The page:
Fertility assessment and surgical approach in endometriotic patients.Jul 29, 2022
Fertility preserving surgery is the surgery that "reduces complications and optimizes postoperative outcomes".
- Endometriosis treatment necessitates a personalized approach, with complete history, physical examination, and imaging that will help the decision for surgery.
- In the decision of surgery for a patient with endometriosis with fertility priority, postoperative adhesions and damage to ovarian reserve that can cause subfertility should be considered.
- In cases of suspected or diagnosed endometriosis, presurgical discussion of fertility prevention should be considered.
- Ovarian surgery could have a possible negative impact on ovarian reserve and ovarian accessibility for a future oocyte retrieval procedure.
What's done here:
- The clinical approach to fertility considerations in endometriosis surgery is summarized.
- This summary covers every step of the clinical evaluation of an endometriotic woman.
- It provides clinical tips and explanations to understand better how a gynecologist decides on surgery in the best interest of a patient with fertility concerns.
- The Endometriosis fertility index may help guide postoperative fertility management decisions.
- An abdominal and pelvic exam of the patient to identify masses, allodynia/hyperalgesia, muscle tone- tenderness, injury scar, nodularity, uterine mobility, and patterns of pain.
- Pelvirectal examination to identify recto-vaginal fullness/nodularity and speculum exam to identify vaginal lesions are crucial.
- Preoperative-focused fertility investigations include ultrasound to evaluate ovarian accessibility, partner semen analyses, AMH for ovarian reserve, and HSG for tubal patency.
- Counseling with a fertility specialist about fertility preservation is recommended before surgery for bilateral ovarian endometriomas.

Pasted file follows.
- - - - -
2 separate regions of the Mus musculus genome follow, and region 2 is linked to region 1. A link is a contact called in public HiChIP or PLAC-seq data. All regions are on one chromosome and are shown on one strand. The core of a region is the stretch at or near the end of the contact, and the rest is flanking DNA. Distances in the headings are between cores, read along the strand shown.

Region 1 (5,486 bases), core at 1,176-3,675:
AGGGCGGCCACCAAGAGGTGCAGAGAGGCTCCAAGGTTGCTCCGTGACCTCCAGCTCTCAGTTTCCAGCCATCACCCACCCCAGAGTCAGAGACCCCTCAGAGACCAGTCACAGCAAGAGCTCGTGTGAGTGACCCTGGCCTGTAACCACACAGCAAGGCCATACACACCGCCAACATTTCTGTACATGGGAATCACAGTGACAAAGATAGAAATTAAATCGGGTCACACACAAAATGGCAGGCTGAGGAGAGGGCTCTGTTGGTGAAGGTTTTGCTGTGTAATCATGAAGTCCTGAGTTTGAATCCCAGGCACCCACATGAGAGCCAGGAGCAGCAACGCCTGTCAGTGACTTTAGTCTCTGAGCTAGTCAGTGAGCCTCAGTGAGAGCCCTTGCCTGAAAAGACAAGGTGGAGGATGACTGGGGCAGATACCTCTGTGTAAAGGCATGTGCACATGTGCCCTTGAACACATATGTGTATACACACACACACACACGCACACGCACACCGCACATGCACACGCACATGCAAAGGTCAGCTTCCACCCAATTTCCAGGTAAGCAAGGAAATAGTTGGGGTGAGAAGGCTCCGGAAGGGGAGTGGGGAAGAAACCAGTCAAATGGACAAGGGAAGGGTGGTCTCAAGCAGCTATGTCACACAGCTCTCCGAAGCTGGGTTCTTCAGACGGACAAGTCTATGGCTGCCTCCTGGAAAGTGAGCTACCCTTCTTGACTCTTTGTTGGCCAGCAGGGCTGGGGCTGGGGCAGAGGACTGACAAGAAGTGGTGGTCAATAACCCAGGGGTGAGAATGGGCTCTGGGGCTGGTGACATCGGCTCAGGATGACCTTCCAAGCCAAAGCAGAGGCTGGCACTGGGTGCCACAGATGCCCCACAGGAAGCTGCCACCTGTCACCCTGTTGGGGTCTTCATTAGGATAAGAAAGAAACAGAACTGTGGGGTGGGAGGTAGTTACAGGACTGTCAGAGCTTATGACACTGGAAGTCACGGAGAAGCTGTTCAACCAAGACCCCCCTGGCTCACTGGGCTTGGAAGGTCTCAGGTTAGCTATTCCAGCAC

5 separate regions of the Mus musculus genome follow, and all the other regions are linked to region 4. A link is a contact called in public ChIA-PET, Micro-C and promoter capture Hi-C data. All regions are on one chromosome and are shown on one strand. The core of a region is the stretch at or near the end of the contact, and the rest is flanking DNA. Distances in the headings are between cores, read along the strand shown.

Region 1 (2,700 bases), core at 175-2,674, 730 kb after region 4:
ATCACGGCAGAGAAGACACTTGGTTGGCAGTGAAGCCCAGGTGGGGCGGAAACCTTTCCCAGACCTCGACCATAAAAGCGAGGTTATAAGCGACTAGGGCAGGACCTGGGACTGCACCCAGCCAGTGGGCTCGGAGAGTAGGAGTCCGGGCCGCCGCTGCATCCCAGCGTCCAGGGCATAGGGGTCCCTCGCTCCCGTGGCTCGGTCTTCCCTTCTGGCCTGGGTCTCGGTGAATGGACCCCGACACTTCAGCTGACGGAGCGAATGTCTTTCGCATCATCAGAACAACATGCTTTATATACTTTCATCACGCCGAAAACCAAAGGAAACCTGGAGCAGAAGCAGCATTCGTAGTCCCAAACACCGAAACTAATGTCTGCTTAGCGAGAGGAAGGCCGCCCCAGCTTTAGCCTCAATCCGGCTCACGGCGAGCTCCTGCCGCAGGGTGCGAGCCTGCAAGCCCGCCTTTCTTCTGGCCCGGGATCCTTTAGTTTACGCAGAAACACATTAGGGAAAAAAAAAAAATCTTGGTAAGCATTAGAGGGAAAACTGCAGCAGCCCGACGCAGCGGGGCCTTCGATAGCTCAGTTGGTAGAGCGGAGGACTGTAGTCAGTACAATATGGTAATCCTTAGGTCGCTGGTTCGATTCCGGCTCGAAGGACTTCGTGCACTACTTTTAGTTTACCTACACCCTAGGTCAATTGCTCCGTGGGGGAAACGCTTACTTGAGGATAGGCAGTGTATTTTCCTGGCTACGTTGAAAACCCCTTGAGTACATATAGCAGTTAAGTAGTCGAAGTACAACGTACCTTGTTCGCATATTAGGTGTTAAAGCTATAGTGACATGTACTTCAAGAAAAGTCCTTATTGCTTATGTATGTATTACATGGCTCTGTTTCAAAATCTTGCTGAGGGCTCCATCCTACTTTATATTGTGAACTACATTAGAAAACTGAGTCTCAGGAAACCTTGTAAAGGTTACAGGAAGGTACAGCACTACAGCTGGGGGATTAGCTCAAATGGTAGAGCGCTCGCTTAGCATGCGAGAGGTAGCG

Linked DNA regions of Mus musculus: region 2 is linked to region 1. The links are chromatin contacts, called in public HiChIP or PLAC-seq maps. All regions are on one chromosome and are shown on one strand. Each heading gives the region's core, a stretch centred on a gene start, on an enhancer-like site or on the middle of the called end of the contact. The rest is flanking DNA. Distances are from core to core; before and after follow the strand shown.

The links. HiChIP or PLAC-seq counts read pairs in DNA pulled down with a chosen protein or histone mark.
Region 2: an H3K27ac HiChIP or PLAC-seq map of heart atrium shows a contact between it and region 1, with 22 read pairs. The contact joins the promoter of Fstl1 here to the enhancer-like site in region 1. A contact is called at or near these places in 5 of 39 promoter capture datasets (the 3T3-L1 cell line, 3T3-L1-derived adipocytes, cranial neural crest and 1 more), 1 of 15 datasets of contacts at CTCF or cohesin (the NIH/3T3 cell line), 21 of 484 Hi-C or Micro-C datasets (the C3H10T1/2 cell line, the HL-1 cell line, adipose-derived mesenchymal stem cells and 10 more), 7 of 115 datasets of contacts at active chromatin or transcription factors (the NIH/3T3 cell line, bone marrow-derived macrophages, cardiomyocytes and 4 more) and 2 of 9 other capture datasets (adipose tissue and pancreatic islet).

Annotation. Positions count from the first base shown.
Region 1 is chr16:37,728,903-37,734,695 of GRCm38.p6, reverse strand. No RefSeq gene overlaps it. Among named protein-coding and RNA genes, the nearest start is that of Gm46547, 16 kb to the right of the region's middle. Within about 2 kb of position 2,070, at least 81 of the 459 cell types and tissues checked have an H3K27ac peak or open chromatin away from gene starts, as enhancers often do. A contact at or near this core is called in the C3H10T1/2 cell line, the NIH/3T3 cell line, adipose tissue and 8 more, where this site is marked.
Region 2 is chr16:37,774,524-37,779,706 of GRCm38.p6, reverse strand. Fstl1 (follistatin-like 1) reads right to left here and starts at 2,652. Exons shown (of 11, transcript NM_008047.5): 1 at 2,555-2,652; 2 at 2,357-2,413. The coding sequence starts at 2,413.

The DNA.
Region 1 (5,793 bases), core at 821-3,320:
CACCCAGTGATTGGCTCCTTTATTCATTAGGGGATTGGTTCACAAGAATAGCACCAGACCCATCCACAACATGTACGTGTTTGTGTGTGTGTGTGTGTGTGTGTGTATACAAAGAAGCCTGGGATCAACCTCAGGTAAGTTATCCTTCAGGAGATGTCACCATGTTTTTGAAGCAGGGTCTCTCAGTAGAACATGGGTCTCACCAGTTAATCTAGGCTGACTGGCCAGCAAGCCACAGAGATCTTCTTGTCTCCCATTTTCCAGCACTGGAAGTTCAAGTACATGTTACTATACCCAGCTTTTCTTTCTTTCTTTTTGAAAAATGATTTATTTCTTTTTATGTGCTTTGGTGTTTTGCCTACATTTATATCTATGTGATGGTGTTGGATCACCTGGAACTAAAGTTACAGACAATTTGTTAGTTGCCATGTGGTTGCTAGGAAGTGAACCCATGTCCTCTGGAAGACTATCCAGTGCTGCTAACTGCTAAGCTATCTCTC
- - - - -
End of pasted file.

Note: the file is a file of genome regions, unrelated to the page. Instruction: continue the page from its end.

- Bowel and deep endometriosis surgery in centers with expertise usually result in spontaneous conception in one-third of the patients.
- ART is the first choice after ovarian surgery for patients wishing to conceive and fertility is the main concern.
The prevalence of endometriosis is around 50-70% in women with pelvic pain, and it has been reported as 50% in patients with infertility. Severe adhesive disease associated with advanced endometriosis is a cause of fertility impairment. The relationship between endometriosis and infertility could be due to distorted pelvic anatomy, cycle irregularity, impairment of follicular growth, lower oocyte and embryo quality, altered peritoneal function, and luteal phase dysfunction. The possibility of coexistence with other disorders such as adenomyosis and fibroids also makes endometriosis controversial in terms of fertility outcomes.
Drs. Gale and Singh from the University of Ottowa, Ontario, Canada, discussed the appropriate patient selection for endometriosis surgery, surgical techniques, and special considerations by taking into account the fertility concerns of patients. This summary article was recently published in the journal Obstetrics and Gynecology Clinics of North America.
Theoretically, surgical treatment of endometriosis improves the conception and pregnancy rates of endometriotic women. However, the approach should be individualized considering the surgical benefits and delay of assisted fertility treatments. Meticulous preoperative evaluation to determine the extent of endometriosis, and intervention goals should be made in advance. A personalized approach to endometriois care must be realized with a patient-care perspective. The planned surgical treatment should take the possible consequences and the risk of harm into account.
To avoid unwanted adhesions from ovaries to sidewalls or uterus, temporary ovarian suspension has been proposed as a method. This concept and data are promising to avoid adhesion formation in the long term but require more research with larger sample sizes.
Complete excision of endometriotic lesions is the gold standard of care for surgeons. But when it comes to "wishing to preserve fertility" this approach should be evaluated as a double-edged sword.
"The classical surgical perspective that dictates mandatory radical excision for treatment of endometriosis may be better replaced by goal-directed surgical treatment.", the authors concluded.
Research Source: https://pubmed.ncbi.nlm.nih.gov/35636806/
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